Astrid Bredholt Stensrud, Postdoctoral Fellow, Department of Social Anthropology, University of Oslo

Making the Water Flow: Singularity and Multiplicity in a Peruvian watershed

Water as a finite resource that needs to be properly managed has gained increased attention in the past few years. Simultaneously, watersheds are being consolidated as units of management by the Integrated Water Resources Management (IWRM), which is the current global water paradigm promoted by the United Nations and the World Bank. As IWRM is implemented around the world, water is primarily seen as an economic resource that should be used efficiently. This paper will challenge hegemonic understandings of ‘water’ and ‘watersheds’ by showing that watersheds are not stable and entirely ‘natural’ entities. It takes a lot of work to make water flow, and watersheds are constituted by a plurality of water practices, which also produce diverse versions of water and different yet entangled and partially connected water worlds.

The urge to master nature, including water, entails transforming water into a singular, standardized and legible resource by measuring, regulating and enclosing it. However, as water refuses to be contained within a standardized definition, it constantly multiplies. I argue that there is a need to take this excess and multiplicity seriously in order to achieve a fuller understanding of water and watersheds. I suggest that water is not a neutral substance: water can become different things in different practices and relationships, and can thus exist in different versions, including as a living being.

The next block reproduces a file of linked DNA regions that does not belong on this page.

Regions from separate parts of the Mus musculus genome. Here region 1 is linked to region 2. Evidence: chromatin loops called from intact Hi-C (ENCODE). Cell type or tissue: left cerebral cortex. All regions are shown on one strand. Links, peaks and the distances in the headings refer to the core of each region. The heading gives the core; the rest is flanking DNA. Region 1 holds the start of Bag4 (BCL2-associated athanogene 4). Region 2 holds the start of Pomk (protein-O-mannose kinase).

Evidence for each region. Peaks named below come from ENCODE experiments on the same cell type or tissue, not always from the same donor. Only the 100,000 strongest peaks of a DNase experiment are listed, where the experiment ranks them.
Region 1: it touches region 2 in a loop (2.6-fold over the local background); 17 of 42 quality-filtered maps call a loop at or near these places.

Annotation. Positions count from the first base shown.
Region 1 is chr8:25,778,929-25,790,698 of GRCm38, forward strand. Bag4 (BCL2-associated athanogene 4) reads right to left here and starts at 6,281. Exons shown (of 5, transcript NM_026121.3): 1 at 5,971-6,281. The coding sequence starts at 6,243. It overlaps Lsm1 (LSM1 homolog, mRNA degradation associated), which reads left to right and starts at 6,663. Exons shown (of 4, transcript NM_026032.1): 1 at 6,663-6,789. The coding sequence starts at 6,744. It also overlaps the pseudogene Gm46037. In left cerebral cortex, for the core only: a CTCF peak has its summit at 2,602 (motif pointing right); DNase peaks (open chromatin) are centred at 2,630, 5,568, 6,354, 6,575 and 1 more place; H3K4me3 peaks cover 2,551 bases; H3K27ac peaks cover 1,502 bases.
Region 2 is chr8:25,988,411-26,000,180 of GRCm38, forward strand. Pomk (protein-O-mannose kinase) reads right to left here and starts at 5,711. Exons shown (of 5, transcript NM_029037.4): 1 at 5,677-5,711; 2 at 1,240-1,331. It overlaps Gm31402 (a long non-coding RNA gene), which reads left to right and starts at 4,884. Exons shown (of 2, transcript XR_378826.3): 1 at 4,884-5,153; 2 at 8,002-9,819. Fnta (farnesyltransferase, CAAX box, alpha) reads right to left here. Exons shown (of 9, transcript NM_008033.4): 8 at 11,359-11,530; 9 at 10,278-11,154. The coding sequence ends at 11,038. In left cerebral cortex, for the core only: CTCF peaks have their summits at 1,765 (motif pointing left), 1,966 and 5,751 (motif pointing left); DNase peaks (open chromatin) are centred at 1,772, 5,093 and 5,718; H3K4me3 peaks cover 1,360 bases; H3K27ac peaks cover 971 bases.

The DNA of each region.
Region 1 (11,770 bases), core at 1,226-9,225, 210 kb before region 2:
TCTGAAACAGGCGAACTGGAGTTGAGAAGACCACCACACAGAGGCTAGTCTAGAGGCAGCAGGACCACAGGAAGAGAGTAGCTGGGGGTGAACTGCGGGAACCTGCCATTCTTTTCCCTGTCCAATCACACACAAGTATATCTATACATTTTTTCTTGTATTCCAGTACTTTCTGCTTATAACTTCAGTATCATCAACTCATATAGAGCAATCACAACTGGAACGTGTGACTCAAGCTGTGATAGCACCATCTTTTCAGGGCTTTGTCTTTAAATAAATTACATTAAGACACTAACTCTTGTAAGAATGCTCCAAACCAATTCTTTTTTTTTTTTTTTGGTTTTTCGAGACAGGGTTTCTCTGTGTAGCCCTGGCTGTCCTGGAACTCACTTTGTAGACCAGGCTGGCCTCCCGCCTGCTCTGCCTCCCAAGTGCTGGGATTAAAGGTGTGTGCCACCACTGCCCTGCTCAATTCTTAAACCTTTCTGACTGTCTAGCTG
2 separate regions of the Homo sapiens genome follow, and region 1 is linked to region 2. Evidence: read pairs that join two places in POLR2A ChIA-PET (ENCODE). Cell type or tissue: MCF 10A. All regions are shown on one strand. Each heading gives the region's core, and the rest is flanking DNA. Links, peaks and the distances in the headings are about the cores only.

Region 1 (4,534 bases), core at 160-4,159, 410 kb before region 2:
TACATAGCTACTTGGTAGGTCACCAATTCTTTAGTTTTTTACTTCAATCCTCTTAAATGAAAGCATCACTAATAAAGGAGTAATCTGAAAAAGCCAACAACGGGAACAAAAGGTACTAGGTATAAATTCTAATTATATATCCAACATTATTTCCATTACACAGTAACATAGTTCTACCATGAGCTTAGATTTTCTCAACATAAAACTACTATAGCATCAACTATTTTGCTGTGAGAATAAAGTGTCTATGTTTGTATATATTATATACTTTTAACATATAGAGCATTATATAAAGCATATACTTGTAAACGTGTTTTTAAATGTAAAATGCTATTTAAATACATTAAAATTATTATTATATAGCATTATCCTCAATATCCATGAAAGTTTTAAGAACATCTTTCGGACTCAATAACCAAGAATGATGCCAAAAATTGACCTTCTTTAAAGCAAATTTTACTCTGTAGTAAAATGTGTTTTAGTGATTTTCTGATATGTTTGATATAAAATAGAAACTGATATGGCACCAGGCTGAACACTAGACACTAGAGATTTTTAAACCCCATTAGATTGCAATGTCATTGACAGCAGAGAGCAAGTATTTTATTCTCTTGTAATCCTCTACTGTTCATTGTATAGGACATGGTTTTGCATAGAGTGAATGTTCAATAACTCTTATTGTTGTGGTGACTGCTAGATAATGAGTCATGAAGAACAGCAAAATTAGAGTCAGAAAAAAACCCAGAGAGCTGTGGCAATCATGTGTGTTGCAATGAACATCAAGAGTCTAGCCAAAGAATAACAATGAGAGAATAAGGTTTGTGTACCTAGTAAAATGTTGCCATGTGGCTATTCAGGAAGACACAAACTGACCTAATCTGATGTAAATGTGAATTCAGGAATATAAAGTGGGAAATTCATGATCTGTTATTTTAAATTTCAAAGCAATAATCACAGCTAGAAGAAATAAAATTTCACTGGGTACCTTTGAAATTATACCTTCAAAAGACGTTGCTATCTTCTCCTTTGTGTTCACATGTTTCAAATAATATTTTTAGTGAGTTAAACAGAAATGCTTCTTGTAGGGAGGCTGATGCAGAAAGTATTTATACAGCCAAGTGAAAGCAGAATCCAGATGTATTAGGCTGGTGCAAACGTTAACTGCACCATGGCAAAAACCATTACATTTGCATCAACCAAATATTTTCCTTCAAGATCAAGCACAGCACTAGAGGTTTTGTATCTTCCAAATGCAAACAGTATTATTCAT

Based on the ethnography from the Majes-Colca watershed in the region of Arequipa, the paper will discuss the differences and entanglements between ‘water extractivism’, which aims to singularize and standardize water into the category of ‘resource’, and ‘water multiplicity’, which allows different versions of water to coexist. I propose to go beyond the conventional perspectives of political ecology and political economy in order to see nature – including water – as something more than a resource.

Astrid B. Stensrud holds a PhD in social anthropology from the University of Oslo. She is currently a postdoctoral researcher at the Department of Social Anthropology, University of Oslo, where she has taken part of the project “Overheating: the three crises of globalisation”. Her research interests focus on human-environmental relations, world-making practices, climate change, water, kinship and informal economy in the Peruvian Andes. She has published several articles on these topics in journals such as Ethnos, History and Anthropology, Latin American Perspectives, and Social Anthropology, in addition to various chapters in edited books.

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